In thermodynamics, the term endothermic process describes a process or
reaction in which the system absorbs energy from its surroundings;
usually, but not always, in the form of heat.
These are reactions that take in energy from the surroundings.
The energy is usually transferred as heat energy, causing the
reaction mixture and its surroundings to get colder. The
temperature decrease can also be detected using a thermometer.
Some examples of endothermic reactions are electrolysis, the reaction between ethanoic acid and
sodium carbonate and the thermal decomposition of calcium carbonate in a blast furnace.
Endothermic reactions can be used for everyday purposes. For example, certain sports injury cold packs
use endothermic reactions.
In reversible reactions, the reaction in one direction will be
exothermic and the reaction in the other direction will be
The decomposition of ammonium chloride is a reversible reaction. Ammonium chloride
decomposes when it is heated, so the forward reaction is endothermic - energy must be
transferred from the surroundings for it to happen. The backward reaction is exothermic
- energy is transferred to the surroundings when it happens.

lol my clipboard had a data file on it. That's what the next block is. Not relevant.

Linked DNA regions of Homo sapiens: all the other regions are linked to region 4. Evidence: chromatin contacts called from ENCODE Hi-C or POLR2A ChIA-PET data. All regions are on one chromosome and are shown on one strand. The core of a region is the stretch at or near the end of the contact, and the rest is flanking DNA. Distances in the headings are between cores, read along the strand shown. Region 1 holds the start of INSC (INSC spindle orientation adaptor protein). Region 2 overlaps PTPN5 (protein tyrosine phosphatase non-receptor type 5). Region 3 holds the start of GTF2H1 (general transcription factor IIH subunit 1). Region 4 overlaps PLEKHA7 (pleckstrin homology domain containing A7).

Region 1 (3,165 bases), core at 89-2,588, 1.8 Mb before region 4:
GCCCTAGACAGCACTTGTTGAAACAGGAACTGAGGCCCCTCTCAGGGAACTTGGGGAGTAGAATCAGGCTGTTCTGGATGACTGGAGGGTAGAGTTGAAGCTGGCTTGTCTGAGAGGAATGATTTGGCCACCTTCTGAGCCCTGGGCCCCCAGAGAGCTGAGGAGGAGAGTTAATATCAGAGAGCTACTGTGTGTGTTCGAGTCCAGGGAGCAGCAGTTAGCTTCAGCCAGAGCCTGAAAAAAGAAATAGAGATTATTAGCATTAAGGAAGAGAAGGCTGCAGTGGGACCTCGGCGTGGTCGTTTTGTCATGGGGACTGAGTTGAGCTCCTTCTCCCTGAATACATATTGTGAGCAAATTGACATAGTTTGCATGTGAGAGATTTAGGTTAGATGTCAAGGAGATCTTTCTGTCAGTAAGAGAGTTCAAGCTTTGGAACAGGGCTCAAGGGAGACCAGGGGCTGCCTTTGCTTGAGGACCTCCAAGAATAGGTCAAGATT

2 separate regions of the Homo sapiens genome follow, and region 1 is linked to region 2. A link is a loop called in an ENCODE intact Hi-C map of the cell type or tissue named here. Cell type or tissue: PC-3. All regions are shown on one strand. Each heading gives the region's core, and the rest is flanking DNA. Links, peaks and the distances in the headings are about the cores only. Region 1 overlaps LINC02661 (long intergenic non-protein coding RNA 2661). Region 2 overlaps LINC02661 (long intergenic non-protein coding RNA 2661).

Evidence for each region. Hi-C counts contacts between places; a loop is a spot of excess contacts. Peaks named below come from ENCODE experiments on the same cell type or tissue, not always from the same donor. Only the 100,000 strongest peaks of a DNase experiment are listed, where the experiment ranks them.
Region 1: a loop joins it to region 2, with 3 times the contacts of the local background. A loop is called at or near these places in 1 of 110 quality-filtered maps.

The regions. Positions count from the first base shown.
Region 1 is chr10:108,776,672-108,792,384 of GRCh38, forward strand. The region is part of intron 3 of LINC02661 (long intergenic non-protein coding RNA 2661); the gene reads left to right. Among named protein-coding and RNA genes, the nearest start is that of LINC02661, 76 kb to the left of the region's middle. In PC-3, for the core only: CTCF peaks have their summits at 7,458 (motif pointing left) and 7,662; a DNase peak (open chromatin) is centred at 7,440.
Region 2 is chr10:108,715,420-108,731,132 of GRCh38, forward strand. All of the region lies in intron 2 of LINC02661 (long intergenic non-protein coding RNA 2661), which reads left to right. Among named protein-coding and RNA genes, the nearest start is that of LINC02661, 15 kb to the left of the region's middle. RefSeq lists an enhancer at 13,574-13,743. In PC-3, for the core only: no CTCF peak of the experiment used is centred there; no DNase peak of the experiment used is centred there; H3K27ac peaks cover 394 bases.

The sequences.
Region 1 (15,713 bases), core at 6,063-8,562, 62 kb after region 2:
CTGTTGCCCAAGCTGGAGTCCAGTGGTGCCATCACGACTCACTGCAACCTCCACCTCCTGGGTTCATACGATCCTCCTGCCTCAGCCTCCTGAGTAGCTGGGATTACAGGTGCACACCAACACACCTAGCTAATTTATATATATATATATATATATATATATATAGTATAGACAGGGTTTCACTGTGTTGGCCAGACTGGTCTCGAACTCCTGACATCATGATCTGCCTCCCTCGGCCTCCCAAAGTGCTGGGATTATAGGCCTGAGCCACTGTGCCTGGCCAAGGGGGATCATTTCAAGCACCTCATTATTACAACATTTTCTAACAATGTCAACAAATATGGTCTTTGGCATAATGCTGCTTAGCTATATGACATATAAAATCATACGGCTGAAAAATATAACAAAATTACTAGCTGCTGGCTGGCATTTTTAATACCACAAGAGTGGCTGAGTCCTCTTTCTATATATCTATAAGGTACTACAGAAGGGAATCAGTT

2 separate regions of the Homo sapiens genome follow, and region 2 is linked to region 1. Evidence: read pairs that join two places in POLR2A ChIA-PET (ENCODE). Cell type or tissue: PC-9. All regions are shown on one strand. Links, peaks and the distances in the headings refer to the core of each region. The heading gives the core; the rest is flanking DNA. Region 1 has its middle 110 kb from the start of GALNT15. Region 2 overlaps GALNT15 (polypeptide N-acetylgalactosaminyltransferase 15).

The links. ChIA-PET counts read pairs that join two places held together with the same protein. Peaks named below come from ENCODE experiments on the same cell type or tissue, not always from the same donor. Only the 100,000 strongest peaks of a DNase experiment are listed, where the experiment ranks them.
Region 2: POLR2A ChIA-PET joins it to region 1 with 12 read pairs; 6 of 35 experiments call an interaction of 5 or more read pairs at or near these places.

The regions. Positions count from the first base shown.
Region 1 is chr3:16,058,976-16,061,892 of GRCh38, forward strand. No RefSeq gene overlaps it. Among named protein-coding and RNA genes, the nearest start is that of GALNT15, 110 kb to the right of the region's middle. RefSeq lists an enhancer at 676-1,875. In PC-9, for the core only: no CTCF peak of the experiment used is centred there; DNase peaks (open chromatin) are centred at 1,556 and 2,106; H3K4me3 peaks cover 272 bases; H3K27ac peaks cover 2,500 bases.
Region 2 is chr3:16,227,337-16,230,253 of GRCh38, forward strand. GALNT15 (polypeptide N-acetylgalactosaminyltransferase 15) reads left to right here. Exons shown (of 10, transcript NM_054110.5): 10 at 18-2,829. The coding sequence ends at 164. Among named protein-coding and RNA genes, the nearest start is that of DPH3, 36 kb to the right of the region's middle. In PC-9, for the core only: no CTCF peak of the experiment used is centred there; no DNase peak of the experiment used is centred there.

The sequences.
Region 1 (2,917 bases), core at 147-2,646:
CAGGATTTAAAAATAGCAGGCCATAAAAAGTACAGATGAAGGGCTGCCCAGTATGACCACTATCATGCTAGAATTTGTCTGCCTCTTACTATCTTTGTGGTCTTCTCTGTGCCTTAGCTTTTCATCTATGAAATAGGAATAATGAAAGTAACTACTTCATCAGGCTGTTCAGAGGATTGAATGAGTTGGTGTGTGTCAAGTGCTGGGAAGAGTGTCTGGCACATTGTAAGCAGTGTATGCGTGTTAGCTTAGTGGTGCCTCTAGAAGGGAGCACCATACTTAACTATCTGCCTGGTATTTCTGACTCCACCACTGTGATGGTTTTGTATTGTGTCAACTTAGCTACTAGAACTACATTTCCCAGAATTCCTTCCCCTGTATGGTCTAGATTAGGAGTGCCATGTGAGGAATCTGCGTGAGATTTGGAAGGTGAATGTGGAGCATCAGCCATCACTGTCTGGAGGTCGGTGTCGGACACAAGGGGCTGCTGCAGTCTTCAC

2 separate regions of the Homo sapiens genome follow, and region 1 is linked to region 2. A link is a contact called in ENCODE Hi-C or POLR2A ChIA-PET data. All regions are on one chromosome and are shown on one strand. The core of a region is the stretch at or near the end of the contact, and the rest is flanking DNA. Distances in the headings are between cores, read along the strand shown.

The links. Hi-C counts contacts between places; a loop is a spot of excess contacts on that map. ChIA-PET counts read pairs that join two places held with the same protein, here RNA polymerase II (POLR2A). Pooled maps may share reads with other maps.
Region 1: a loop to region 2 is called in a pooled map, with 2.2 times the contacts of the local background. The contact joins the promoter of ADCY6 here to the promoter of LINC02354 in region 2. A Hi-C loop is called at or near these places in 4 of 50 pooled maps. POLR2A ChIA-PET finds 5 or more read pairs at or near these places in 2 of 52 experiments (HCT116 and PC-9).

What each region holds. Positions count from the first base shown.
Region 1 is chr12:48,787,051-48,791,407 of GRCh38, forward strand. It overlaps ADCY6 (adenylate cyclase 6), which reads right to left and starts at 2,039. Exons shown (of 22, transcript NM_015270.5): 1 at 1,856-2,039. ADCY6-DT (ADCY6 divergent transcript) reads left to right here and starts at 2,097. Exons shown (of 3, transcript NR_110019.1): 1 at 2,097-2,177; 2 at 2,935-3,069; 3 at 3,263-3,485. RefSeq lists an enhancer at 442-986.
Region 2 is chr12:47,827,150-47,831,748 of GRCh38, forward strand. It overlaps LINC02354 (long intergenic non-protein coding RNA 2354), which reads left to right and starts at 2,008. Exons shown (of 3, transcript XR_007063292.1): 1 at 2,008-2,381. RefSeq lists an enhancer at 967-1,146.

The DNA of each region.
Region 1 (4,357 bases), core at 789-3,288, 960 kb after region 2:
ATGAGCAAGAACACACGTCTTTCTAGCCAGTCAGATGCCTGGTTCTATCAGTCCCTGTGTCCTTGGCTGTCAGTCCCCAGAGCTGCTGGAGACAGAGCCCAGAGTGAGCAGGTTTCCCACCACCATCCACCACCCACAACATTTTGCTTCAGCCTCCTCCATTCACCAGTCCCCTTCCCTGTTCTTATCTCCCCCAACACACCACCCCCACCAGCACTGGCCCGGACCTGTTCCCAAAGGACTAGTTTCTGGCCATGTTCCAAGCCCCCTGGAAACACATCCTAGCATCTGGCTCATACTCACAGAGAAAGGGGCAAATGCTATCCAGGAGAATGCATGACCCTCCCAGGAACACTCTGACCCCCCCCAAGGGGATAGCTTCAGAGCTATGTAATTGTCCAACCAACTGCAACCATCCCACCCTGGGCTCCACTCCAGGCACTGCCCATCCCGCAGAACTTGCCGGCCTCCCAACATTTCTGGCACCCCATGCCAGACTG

The reaction between anhydrous copper sulfate and water is reversible. Water is driven off from
hydrated copper sulfate when it is heated, so the forward reaction is endothermic - energy must be
transferred from the surroundings for it to happen.
The backward reaction is exothermic - energy is transferred to the surroundings when it happens.
This is easily observed. When water is added to anhydrous copper sulfate, enough heat is released to
make the water bubble and boil.
The concept is frequently applied in physical sciences to, for example,
chemical reactions, where thermal energy (heat) is converted to
chemical bond energy.
The term was coined by Marcellin Berthelot from the Greek roots endo-, derived from the word
"endon" (ἔνδον) meaning "within" and the root "therm" (θερμ-) meaning "hot."
The large majority of chemical reactions are exothermic.
Exothermic reactions give out heat to their surroundings.
Breaking bonds (overcoming the force of attraction) requires energy. You have to
put heat in - it is endothermic. This is why melting and boiling are endothermic.
If you have to put in more energy than you
get out, then the reaction is endothermic.
An endothermic reaction occurs when a greater amount of energy is
required to break the existing bonds in the reactants than is released when
the new bonds form in the products.
In other words, this means an endothermic reaction requires or takes in
energy in order for it to proceed. The energy that is required by the reaction
to move forward can be in many forms, but it is typically in the form of